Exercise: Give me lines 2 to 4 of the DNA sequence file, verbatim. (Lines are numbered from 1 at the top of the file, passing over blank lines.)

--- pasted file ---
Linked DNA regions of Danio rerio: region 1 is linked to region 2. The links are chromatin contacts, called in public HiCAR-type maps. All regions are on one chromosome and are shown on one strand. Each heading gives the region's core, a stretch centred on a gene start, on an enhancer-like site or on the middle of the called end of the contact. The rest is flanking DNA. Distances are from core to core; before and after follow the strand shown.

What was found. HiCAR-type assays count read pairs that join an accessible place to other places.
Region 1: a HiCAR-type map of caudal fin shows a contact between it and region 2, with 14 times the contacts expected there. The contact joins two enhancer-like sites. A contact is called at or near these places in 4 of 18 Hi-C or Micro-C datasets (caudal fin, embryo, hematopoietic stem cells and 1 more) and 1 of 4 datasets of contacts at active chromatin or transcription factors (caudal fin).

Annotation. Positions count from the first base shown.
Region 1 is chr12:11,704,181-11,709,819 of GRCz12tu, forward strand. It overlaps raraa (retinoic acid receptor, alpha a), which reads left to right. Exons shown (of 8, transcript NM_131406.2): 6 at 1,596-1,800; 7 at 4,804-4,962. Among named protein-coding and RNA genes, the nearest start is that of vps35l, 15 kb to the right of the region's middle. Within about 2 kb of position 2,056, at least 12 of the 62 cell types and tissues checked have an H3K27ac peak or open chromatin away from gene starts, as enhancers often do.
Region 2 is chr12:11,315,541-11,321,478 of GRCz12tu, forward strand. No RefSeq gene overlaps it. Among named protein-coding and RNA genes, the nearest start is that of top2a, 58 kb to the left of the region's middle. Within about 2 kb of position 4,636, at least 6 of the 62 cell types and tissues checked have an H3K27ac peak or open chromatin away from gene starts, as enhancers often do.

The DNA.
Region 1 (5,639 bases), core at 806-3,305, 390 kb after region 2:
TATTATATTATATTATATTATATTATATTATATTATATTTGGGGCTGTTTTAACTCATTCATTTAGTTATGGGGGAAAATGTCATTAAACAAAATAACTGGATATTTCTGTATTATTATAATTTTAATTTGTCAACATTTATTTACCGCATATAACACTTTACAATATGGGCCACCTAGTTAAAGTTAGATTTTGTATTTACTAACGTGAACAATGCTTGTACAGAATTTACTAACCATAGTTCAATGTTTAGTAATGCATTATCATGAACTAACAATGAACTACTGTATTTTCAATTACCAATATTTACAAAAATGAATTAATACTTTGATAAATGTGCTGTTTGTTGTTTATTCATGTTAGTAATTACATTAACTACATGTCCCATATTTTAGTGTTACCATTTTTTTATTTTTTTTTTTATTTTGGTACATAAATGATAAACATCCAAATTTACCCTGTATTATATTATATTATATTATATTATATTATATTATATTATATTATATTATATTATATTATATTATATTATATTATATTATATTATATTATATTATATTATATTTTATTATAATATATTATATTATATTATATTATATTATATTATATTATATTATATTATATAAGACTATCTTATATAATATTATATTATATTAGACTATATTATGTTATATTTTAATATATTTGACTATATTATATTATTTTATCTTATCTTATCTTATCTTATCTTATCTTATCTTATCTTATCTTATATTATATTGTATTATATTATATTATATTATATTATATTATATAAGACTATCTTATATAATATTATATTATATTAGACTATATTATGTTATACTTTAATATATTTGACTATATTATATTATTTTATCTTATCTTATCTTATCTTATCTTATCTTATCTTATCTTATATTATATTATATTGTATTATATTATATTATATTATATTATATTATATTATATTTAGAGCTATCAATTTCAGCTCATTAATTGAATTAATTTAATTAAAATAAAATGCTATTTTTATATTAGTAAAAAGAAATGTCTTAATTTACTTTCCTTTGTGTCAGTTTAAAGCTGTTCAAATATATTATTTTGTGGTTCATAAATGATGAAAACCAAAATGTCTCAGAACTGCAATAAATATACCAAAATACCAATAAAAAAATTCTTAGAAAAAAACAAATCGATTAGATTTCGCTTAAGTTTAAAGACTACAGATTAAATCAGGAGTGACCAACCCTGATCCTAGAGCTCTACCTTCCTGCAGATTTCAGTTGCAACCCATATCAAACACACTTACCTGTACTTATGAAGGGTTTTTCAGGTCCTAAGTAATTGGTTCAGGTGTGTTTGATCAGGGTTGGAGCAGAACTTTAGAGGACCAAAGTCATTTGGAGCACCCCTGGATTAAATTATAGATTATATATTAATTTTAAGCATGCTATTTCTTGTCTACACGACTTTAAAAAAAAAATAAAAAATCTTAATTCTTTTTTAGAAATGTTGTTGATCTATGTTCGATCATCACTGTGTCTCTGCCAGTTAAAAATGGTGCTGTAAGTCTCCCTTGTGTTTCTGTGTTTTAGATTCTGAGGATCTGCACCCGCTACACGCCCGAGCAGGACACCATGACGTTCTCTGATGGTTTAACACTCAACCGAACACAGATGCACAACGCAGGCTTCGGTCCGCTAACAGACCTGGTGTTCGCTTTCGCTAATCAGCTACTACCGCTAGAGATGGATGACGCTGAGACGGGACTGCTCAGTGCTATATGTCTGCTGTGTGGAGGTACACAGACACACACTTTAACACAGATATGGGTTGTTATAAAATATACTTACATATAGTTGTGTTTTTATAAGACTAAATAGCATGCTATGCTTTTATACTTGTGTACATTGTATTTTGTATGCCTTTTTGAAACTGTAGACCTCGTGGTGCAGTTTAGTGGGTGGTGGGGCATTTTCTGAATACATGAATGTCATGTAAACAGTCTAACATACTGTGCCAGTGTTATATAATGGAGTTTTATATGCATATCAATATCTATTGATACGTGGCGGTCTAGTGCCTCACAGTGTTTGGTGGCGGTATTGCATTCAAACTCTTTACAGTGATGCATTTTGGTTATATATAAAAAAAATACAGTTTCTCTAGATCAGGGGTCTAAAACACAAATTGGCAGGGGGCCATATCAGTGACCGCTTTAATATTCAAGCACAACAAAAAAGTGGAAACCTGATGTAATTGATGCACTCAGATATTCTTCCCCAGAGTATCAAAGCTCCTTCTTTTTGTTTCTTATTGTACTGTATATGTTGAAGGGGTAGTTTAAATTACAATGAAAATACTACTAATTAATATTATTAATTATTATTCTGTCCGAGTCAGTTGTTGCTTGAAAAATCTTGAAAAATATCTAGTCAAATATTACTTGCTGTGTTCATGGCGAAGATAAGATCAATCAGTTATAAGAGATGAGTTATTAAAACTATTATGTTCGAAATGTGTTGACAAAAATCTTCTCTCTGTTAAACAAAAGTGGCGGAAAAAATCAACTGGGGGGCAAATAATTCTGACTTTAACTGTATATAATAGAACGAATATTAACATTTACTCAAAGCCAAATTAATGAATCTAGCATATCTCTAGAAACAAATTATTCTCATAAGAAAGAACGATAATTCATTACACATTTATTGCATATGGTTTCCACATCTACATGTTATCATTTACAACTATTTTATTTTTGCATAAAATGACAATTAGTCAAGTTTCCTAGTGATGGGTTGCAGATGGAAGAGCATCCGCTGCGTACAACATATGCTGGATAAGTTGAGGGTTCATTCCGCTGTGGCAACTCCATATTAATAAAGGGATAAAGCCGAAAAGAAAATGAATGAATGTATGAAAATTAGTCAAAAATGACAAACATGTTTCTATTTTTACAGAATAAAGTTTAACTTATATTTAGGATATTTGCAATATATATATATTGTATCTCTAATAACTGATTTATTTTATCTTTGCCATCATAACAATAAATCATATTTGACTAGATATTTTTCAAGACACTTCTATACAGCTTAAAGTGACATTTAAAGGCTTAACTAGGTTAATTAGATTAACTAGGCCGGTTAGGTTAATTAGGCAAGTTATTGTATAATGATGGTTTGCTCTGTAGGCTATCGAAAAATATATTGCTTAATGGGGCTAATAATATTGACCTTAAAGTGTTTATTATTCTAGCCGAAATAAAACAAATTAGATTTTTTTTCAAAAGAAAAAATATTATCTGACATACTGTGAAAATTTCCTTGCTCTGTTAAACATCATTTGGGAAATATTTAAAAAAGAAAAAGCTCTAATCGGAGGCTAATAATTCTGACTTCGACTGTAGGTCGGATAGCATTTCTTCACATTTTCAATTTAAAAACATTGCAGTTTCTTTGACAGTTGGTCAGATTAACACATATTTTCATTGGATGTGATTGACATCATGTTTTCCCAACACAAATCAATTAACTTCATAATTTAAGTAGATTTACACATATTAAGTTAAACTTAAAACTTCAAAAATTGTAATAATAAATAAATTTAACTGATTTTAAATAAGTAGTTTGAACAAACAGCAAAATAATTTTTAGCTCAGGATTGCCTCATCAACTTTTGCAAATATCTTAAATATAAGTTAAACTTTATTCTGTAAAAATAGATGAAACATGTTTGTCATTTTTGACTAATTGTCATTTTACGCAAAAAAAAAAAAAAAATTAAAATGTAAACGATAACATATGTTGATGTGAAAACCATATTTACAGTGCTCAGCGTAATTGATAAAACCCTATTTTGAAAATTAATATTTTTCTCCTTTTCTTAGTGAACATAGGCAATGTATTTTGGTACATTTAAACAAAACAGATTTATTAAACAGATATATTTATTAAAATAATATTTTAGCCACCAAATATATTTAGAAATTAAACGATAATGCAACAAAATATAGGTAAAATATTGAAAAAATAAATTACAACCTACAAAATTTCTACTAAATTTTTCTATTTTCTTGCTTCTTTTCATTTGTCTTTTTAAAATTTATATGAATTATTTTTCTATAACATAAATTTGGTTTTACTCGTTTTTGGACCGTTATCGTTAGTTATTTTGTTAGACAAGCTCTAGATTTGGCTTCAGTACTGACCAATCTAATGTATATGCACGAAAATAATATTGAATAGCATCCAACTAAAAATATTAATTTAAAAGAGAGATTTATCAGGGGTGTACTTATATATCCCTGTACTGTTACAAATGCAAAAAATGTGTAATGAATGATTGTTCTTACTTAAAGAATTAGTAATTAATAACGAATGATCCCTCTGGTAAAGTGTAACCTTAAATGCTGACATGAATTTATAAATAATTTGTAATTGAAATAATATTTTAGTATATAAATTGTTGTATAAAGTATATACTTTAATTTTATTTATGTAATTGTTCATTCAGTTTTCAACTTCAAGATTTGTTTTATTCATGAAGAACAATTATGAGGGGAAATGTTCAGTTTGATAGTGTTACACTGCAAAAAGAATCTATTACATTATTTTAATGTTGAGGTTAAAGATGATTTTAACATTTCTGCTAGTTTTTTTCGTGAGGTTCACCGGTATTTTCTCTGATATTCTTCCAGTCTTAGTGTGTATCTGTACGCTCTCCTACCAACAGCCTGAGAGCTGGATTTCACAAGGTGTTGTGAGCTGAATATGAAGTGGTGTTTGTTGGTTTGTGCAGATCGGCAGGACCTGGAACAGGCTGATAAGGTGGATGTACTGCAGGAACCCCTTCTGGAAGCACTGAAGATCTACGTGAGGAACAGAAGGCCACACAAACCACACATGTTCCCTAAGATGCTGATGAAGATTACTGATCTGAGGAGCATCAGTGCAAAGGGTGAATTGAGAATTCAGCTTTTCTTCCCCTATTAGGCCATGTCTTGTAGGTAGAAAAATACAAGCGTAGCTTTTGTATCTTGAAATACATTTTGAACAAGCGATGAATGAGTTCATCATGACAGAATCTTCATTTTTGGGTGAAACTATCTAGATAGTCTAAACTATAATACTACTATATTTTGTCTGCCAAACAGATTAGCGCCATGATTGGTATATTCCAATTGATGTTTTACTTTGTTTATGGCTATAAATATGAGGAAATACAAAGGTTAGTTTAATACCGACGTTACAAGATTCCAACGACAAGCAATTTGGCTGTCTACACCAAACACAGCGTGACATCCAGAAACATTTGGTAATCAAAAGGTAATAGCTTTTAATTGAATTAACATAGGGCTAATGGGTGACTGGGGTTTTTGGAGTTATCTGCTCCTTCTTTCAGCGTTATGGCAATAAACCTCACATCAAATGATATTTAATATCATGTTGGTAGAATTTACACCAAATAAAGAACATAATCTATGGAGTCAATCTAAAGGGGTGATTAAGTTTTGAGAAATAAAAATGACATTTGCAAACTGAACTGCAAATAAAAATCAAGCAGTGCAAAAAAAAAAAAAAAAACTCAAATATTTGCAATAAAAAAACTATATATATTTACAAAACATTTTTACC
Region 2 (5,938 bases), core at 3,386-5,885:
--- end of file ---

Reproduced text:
What was found. HiCAR-type assays count read pairs that join an accessible place to other places.
Region 1: a HiCAR-type map of caudal fin shows a contact between it and region 2, with 14 times the contacts expected there. The contact joins two enhancer-like sites. A contact is called at or near these places in 4 of 18 Hi-C or Micro-C datasets (caudal fin, embryo, hematopoietic stem cells and 1 more) and 1 of 4 datasets of contacts at active chromatin or transcription factors (caudal fin).

Annotation. Positions count from the first base shown.